The end of July/Beginning of August is harvest time for garlic and onions. I thought that the garlic would be ready before the onions this year, but they didn’t dry out quite as fast as I thought they would. As always, nature goes at its own pace and knows better than me. Harvesting garlic and onions is easy, but the technique is different for each type of plant. For garlic, we know it’s ready to harvest when the scapes and the stalk have mostly-but not completely—dried out. If we wait too long after this point, then the garlic bulbs will break open and we won’t be able to store them.
It’s hard to tell in this picture, but you can see there are a few of the stalks which still have enough green to show up in the shot. The actual harvesting isn’t as simple as just grabbing and pulling. This is for two reasons: the first is because garlic heads mature all the way underground, so they’re not that easy to get out of the ground. The second is because the mostly dried stalks might snap off when pulling on them, leaving your garlic head underground. So, the solution is to just use a trowel to dig under the head and pop it up.
The red circle in the picture is where the stem meets the ground, so you can get a sense of how far/close the trowel should be. I don’t want to be so close that I wind up damaging the head, but so far that I can’t actually dig the head up. It took a few minutes to dig up about 30 heads of garlic.
This garlic crop is the first time we used seed garlic from Johnny’s Selected Seeds. Previously, we had used organic garlic heads from the grocery store. The store garlic was…fine. It certainly grew and we were able to harvest more than enough to get us though the winter and still have four heads left over at the time of this new harvest. That being said, the heads were small and many of the cloves were really small. What a difference using seed garlic makes. In the picture below, is the braid from last year’s store-bought garlic harvest with three heads still on it—next to one of the seed garlic heads. The difference is not subtle.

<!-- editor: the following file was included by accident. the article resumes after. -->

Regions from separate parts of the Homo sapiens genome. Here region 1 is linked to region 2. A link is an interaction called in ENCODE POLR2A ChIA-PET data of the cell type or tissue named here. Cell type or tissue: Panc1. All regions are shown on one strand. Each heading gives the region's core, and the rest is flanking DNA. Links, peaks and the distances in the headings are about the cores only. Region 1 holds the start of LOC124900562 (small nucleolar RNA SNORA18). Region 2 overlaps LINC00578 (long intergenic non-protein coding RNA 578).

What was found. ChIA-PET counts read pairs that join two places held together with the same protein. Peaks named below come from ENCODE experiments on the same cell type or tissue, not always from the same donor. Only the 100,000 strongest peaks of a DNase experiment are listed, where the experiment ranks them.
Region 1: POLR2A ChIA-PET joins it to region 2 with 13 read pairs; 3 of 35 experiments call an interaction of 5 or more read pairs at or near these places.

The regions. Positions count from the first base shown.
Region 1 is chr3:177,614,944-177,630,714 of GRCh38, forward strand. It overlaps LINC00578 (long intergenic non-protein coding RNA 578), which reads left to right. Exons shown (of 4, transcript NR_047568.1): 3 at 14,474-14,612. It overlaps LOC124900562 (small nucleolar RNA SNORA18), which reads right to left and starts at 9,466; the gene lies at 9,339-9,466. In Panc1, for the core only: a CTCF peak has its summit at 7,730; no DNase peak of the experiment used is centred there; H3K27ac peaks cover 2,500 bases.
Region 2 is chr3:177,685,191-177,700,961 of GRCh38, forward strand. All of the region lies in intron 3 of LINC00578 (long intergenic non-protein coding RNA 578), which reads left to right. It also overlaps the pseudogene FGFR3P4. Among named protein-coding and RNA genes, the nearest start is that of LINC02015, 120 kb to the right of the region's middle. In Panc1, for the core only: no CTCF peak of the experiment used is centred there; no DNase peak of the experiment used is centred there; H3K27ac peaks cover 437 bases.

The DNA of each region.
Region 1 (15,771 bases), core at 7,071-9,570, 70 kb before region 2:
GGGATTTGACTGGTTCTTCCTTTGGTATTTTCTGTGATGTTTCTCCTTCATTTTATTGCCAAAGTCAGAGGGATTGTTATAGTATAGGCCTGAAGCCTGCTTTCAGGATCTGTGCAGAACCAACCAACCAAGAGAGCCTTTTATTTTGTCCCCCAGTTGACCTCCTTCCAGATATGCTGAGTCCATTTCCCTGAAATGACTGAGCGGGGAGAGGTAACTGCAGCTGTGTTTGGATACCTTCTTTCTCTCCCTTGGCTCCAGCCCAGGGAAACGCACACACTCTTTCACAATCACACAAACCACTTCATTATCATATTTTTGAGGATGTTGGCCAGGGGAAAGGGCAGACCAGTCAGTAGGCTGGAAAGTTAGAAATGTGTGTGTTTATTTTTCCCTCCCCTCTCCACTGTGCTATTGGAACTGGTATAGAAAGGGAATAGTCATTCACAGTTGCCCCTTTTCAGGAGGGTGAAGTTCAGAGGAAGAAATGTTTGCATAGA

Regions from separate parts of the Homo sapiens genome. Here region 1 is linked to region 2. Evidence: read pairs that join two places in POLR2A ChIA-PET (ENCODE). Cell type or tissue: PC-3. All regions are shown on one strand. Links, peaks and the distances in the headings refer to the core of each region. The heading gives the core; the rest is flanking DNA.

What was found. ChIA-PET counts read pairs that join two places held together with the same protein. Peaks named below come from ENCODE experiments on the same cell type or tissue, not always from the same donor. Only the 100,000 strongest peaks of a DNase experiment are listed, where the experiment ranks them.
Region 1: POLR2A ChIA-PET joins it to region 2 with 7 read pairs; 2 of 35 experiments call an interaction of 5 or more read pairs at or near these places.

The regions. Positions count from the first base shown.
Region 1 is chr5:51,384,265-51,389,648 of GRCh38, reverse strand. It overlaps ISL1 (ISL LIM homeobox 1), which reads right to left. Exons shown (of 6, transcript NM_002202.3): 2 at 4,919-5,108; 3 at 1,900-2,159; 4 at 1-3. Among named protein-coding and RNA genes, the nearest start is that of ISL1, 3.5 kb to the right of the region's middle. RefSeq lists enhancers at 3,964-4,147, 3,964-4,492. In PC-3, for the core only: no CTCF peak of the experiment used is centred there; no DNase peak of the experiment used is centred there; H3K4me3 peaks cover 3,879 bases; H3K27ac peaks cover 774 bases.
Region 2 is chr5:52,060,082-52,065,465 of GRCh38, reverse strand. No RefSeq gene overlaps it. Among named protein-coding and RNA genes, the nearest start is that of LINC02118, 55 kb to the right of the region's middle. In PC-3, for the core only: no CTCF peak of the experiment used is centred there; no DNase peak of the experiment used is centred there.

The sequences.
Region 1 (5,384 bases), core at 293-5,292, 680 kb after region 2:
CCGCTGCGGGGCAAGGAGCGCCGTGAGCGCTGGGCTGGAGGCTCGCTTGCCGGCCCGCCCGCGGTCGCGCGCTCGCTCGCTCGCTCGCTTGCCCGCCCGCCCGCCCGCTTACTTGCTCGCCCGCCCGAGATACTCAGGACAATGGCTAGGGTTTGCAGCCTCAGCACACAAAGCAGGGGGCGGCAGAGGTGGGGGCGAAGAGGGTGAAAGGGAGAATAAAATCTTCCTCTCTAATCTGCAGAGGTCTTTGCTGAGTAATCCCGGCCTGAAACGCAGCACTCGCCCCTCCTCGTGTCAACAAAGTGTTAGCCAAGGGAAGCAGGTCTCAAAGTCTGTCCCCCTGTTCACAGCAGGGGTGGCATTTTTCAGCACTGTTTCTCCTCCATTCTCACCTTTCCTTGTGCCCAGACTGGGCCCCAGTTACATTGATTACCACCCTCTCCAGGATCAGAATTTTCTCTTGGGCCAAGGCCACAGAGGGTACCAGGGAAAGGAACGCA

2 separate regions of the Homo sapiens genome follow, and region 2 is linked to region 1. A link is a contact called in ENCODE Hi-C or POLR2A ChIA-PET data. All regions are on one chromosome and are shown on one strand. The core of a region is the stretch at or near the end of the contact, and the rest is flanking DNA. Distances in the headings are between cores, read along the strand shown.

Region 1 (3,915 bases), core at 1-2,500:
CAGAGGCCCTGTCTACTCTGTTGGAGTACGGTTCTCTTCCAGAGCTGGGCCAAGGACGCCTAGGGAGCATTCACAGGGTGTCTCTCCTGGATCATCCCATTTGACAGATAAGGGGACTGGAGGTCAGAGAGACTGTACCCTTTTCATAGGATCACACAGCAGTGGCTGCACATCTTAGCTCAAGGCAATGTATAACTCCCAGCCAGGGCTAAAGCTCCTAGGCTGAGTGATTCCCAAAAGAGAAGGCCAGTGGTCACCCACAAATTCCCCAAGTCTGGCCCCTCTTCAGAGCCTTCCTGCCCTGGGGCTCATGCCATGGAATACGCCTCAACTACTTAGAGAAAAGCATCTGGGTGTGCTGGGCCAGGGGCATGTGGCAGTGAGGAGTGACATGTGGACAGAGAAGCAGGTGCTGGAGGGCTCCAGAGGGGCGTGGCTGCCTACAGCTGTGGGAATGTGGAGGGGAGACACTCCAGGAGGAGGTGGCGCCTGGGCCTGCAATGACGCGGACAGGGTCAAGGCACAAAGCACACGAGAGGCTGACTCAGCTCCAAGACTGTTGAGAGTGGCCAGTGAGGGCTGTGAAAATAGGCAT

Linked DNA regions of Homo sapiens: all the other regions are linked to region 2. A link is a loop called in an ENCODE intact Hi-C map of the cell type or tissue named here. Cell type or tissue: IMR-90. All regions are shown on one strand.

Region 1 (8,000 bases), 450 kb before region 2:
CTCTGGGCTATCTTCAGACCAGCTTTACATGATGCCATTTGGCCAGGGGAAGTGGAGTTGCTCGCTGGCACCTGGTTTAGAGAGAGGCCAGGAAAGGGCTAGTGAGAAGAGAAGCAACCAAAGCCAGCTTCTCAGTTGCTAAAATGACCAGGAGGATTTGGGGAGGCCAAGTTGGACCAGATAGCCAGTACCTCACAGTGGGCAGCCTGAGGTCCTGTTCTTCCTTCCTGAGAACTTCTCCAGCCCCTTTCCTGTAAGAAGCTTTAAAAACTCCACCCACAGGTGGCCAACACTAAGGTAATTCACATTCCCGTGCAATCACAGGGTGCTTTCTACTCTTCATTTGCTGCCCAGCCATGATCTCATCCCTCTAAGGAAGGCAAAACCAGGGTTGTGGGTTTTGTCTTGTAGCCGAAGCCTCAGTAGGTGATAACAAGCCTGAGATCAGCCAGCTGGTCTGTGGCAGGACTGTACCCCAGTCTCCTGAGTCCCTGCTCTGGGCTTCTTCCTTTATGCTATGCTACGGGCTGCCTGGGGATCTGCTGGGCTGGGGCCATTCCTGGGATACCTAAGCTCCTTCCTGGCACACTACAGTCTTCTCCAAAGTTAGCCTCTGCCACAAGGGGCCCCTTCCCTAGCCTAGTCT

Next it was time to go after the onions. These are much easier to harvest because they are shallow growers and we don’t let the stalks dry out as much as we do for garlic, so I can just yank them at will. Basically, once the tips of the greens start to dry up, and there is no more new growth of greens from the center, it’s time to pull them.
You’ll notice some very runty looking onions next to this fine specimen. This is a consequence of ordering the double dose of onion plants this year that Mrs. Butcher wanted to try. The problem was that, once the onions got to the edible stage, I wasn’t able to thin them out fast enough through our cooking needs to provide enough space before they started to crowd each other and essentially stopped growing. So, we are most definitely going back to a single order next year because the yield this year was actually a little worse compared to last year. While there were more onions by sheer numbers, there were far fewer onions that had grown to a decent size—most were very small.
Once everything has been harvested, they need to be stored in a shaded area with good air circulation. We don’t have anything like that, so our neighbors are kind enough to allow us to cure the garlic and onions on their covered porch. We lay everything out on a large table and will turn the plants every couple of days to allow them to dry evenly and harden up. The curing process will take two weeks, after which Mrs. Butcher will braid them for hanging in the basement.